On your way toward Kolea at Waikoloa Beach Resort, you might consider boning up on some of your Hawaiian lingo. The Hawaiian language is a Polynesian member within the Austronesian family of languages. While English is the official language of Hawaii, you might hear Hawaiian being spoken by some of the natives.
What is the Hawaiian Language Like?
The Hawaiian language only has 13 letters. There are seven consonants, five vowels, and what is known as a “glottal stop” which is created by cutting off all sound coming through the vocal cords.
While Hawaiian has all the same vowels as English, the only consonants are: H, K, L, M, N, P, W. The Hawaiian vowels are pronounced nearly the same way as they are in Spanish and this insight presents a solid foundation on which to begin pronouncing Hawaiian words. Consider, for instance, the word “Aloha” one of the most iconic words in the Hawaiian language. This word, if it were a Spanish word, would sound pretty much the same as it does in Hawaiian.
There are four basic rules to word construction in the Hawaiian language:
- Two consonants never appear in sequence;
- All words end in a vowel;
- All consonants end in (at least one) vowel; and
- All syllables end in a vowel.
Much like Japanese and Spanish, Hawaiian is a very “consonant then vowel” type language.
There are no consonant clusters in Hawaiian like there are in English or other Germanic languages. On the other hand, there are vowel clusters. If we use Spanish as the baseline for pronouncing vowels in Hawaiian, then we end up with:
- A is pronounced as “ah” as in “top”;
- E is pronounced as “ay” as in “gate”;
- I is pronounced as a hard “ee” as in “feet”;
- O is pronounced as a hard “o” as in “goat”; and
- U is pronounced as a hard “u” as in “goop”.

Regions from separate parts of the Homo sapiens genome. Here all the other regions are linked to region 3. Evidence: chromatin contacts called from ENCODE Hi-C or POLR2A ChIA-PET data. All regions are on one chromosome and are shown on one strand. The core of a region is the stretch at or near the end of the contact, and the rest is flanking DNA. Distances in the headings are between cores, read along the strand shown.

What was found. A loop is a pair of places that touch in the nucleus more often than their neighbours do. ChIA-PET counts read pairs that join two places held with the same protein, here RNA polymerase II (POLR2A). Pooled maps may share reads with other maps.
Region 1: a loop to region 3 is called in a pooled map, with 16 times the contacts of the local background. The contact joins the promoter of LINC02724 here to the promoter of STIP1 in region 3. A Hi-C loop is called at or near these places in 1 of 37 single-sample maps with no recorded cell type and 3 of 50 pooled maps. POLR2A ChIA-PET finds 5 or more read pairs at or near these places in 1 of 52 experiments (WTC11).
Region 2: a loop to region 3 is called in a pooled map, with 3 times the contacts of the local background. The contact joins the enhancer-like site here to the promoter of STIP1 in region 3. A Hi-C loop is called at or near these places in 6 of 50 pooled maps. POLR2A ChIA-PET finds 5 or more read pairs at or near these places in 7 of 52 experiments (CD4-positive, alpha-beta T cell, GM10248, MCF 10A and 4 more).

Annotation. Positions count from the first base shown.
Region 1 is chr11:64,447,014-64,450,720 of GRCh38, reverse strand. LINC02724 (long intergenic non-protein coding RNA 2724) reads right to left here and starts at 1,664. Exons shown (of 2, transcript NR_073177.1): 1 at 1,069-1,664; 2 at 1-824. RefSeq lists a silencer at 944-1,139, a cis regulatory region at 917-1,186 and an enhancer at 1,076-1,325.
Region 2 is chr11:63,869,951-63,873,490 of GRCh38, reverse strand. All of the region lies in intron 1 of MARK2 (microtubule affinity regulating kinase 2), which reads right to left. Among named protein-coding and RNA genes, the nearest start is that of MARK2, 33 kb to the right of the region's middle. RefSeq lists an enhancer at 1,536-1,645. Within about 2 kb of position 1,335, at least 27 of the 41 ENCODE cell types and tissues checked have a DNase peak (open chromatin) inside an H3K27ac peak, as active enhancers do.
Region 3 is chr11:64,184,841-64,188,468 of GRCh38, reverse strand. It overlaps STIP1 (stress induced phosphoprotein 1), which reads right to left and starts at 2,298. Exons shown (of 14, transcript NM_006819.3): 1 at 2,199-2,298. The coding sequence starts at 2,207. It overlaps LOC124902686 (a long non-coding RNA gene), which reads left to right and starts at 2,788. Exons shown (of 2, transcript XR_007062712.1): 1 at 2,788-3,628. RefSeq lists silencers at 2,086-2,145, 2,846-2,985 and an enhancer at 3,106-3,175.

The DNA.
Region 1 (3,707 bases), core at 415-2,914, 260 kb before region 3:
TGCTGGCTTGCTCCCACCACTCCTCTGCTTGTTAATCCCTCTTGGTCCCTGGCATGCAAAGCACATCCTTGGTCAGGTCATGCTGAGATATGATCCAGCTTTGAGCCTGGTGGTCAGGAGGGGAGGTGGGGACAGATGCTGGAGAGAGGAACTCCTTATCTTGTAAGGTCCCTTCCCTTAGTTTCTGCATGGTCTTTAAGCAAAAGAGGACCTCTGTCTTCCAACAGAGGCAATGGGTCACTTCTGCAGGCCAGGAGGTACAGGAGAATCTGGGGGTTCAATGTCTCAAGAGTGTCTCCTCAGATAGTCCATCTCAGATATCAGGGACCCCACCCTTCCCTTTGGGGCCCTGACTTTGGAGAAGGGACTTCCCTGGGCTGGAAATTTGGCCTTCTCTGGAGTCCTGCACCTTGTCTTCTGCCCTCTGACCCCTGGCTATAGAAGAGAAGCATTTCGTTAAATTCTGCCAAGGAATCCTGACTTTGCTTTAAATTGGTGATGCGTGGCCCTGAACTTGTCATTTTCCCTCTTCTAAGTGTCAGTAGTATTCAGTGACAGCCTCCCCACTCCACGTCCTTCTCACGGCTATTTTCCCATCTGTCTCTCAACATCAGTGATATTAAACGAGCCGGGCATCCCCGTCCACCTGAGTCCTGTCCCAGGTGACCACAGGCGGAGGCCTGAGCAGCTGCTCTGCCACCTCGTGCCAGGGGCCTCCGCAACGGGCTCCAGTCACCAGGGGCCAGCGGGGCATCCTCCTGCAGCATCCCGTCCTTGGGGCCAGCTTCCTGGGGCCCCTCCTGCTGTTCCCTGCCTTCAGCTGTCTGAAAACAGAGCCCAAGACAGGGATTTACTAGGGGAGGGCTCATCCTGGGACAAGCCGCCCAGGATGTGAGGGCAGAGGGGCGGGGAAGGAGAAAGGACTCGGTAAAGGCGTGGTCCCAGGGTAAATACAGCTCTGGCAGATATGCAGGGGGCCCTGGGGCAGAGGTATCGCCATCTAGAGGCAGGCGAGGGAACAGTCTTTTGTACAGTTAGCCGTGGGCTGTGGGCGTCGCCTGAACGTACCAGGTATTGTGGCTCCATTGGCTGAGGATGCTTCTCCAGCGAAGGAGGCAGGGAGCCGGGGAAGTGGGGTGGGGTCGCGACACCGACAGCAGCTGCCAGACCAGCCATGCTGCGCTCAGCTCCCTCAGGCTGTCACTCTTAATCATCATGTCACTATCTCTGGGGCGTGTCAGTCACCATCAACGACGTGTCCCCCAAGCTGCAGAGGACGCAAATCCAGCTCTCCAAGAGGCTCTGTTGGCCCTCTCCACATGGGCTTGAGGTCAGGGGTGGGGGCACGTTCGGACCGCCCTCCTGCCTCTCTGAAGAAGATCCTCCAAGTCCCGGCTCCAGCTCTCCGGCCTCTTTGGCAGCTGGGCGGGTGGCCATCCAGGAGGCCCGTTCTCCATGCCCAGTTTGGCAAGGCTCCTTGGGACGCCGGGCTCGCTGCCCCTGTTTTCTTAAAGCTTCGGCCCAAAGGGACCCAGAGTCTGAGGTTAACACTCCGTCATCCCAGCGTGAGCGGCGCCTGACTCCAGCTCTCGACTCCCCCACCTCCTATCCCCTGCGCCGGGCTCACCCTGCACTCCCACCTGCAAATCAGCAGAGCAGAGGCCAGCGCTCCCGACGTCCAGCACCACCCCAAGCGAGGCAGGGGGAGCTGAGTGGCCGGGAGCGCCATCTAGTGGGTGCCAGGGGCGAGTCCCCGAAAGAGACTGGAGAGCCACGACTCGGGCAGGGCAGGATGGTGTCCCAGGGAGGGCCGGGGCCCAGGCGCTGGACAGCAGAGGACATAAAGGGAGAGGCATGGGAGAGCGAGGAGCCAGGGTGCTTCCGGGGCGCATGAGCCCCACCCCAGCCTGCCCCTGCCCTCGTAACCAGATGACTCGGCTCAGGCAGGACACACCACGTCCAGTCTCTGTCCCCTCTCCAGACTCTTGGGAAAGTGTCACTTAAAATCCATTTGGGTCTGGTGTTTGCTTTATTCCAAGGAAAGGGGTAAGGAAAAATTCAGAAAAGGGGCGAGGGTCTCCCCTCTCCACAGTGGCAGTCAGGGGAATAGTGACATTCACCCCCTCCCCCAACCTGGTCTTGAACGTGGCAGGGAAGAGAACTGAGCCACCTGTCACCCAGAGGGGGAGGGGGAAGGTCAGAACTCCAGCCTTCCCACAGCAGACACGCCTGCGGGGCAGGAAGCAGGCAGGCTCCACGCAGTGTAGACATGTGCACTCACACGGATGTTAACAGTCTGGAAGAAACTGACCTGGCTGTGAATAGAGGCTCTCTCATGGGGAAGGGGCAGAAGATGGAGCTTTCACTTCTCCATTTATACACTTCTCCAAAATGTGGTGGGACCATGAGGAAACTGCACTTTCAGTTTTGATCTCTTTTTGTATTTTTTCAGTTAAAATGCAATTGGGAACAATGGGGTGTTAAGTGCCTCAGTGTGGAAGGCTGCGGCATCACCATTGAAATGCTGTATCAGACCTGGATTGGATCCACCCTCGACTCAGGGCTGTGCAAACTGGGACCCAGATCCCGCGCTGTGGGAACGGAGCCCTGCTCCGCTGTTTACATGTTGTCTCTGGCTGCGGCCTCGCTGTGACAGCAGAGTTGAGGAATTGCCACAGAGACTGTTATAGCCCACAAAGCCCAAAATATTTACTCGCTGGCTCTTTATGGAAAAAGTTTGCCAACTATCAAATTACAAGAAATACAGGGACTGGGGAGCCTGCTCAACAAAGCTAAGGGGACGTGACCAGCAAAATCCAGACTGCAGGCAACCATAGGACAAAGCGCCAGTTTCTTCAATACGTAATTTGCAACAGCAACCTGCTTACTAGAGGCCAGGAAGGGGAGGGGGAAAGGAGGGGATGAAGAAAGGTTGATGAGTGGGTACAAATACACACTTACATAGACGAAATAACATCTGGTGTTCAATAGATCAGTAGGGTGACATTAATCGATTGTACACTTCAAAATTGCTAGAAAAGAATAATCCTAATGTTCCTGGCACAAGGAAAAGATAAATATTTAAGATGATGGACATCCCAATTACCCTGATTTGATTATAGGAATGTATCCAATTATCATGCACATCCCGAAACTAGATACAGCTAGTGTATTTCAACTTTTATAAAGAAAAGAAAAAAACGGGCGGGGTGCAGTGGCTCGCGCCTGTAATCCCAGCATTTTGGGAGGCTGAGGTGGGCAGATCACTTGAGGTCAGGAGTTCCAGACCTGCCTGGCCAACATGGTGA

What other vowel sounds can you make in Hawaiian?
- AI is pronounced as “I” as in “bike”;
- AE is pronounced as “IY” as in “eye”;
- AO is pronounced as “ow” as in “cow”;
- AU is pronounced as “ou” as in “couch”;
- EI is pronounced as a hard “a” as in “eight”;
- IU is pronounced as “ew” as in “few”;
- OI is pronounced as “oi” as in “boy”;
- OW is pronounced as “ow” as in bowl; and
- UI is pronounced as “oowee” as in “gooey”.
In English, sentences follow a certain syntactic pattern in sentences that include subjects, objects, and verbs. For instance, “I eat food” has the basic structure of [subject] [verb] [object]. In Hawaiian, the sentence structure works like this: “[verb] [subject] [object]”.
For a full glossary of words to practice at your Kolea at Waikoloa Beach Resort, check out this Hawaiian language glossary.
Kolea Vacation Rentals
Waikoloa Vacation Rentals offers visitors one of the most wonderful and gratifying experiences of the natural beauty of Hawaii. We can accommodate parties of all sizes and offer competitive rates for rentals. It is the perfect spot to vacation with your family, your new partner for life, or to go with friends. Contact us and book your room today!